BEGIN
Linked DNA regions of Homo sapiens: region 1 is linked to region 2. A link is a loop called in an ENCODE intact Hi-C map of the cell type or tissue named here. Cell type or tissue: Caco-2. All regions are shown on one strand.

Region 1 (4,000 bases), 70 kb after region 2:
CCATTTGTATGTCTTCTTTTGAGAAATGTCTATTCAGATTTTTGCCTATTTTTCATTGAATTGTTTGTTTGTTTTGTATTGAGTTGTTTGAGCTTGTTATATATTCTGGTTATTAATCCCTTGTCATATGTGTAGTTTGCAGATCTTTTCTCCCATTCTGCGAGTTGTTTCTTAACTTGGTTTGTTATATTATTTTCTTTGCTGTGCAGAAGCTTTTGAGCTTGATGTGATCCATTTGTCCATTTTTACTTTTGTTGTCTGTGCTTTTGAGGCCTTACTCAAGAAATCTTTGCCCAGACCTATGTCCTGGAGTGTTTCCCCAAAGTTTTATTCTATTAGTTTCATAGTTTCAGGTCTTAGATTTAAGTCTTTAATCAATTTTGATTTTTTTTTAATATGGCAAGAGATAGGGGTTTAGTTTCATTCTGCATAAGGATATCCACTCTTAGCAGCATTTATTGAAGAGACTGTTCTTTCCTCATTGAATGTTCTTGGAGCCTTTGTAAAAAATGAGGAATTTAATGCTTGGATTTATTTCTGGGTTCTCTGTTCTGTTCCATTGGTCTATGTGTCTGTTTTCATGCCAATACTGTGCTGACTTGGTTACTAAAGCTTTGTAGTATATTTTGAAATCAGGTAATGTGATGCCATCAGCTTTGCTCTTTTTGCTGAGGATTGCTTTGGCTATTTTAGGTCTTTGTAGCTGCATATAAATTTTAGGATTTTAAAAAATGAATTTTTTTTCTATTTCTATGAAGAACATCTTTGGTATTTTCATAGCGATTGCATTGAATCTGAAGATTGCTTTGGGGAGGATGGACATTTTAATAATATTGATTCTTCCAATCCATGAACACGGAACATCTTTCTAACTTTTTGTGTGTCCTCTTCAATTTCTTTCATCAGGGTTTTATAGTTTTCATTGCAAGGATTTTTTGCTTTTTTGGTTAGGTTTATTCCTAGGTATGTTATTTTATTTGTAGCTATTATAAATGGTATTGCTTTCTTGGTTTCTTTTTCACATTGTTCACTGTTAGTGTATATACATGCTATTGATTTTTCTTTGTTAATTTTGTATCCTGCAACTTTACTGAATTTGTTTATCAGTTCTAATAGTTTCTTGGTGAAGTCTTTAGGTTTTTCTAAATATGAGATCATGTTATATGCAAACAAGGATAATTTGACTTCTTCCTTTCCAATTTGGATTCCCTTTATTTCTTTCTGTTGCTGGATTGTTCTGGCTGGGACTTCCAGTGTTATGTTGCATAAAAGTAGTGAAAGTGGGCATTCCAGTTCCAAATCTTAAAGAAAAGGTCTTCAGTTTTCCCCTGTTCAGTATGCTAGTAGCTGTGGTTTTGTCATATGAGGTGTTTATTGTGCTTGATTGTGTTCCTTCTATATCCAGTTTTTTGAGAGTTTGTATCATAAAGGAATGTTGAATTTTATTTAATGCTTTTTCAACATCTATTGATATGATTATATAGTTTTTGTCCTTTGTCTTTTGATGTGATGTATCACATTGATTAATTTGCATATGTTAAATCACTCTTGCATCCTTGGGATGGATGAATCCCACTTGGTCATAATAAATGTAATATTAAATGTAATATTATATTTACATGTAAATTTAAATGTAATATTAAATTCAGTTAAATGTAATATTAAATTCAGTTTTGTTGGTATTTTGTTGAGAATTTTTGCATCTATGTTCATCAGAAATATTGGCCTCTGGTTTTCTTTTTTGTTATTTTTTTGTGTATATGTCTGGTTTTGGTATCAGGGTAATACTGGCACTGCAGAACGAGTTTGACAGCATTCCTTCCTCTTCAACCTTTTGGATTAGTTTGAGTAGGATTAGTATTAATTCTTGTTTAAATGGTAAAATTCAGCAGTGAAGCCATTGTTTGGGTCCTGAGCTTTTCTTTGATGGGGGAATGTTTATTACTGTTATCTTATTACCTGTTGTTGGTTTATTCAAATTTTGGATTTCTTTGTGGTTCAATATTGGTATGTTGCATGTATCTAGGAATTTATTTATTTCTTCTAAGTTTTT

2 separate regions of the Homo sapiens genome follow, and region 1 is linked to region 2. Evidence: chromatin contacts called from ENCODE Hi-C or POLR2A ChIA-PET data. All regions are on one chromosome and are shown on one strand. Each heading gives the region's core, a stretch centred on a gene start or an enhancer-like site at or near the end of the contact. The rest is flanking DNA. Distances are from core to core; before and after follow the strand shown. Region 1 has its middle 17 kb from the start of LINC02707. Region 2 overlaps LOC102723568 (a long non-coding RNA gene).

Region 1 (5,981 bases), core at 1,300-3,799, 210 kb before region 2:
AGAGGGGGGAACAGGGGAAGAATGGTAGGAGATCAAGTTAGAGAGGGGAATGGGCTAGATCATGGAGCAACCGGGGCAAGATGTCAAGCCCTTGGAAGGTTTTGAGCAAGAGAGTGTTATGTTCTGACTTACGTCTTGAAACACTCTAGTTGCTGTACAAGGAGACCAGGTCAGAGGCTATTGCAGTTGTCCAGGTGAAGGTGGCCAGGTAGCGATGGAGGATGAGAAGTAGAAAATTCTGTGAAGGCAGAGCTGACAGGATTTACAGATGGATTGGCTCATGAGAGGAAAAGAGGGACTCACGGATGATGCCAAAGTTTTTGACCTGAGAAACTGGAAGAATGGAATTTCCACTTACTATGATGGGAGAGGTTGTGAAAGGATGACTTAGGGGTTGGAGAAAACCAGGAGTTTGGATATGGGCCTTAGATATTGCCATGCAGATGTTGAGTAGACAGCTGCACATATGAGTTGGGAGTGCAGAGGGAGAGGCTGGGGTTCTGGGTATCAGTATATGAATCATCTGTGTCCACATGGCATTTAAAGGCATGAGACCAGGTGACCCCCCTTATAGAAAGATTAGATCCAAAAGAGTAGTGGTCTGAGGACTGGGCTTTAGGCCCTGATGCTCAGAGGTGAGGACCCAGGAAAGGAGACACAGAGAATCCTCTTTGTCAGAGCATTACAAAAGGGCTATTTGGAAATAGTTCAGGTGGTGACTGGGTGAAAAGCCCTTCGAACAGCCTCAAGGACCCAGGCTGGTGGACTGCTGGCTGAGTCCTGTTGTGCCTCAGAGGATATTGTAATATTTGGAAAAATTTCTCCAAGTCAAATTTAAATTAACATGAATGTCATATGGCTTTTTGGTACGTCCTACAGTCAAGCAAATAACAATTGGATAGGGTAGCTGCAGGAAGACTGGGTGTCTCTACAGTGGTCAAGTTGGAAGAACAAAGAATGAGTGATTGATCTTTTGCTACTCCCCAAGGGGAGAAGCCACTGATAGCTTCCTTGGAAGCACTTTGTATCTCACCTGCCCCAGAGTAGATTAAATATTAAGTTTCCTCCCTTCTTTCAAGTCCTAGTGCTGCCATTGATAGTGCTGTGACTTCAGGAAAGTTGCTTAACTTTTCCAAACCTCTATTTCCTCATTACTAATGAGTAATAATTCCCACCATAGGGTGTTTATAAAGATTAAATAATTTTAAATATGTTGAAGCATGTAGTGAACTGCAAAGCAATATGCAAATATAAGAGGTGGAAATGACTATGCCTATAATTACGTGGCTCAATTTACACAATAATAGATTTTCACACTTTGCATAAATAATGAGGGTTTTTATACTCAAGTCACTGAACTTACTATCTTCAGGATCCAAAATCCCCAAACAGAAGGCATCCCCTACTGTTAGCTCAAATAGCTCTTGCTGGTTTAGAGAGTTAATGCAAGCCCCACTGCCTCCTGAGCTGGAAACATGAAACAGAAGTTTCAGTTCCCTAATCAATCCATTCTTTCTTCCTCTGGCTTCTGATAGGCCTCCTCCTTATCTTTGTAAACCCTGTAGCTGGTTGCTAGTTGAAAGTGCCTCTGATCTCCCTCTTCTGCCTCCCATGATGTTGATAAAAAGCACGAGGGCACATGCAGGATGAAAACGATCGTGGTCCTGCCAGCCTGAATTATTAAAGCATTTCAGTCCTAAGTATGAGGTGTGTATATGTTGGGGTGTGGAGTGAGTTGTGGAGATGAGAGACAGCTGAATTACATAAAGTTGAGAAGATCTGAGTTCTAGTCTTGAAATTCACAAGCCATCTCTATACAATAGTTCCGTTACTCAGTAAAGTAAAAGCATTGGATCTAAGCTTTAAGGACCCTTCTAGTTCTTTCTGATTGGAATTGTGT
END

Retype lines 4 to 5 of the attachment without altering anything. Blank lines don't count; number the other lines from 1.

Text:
2 separate regions of the Homo sapiens genome follow, and region 1 is linked to region 2. Evidence: chromatin contacts called from ENCODE Hi-C or POLR2A ChIA-PET data. All regions are on one chromosome and are shown on one strand. Each heading gives the region's core, a stretch centred on a gene start or an enhancer-like site at or near the end of the contact. The rest is flanking DNA. Distances are from core to core; before and after follow the strand shown. Region 1 has its middle 17 kb from the start of LINC02707. Region 2 overlaps LOC102723568 (a long non-coding RNA gene).

Region 1 (5,981 bases), core at 1,300-3,799, 210 kb before region 2: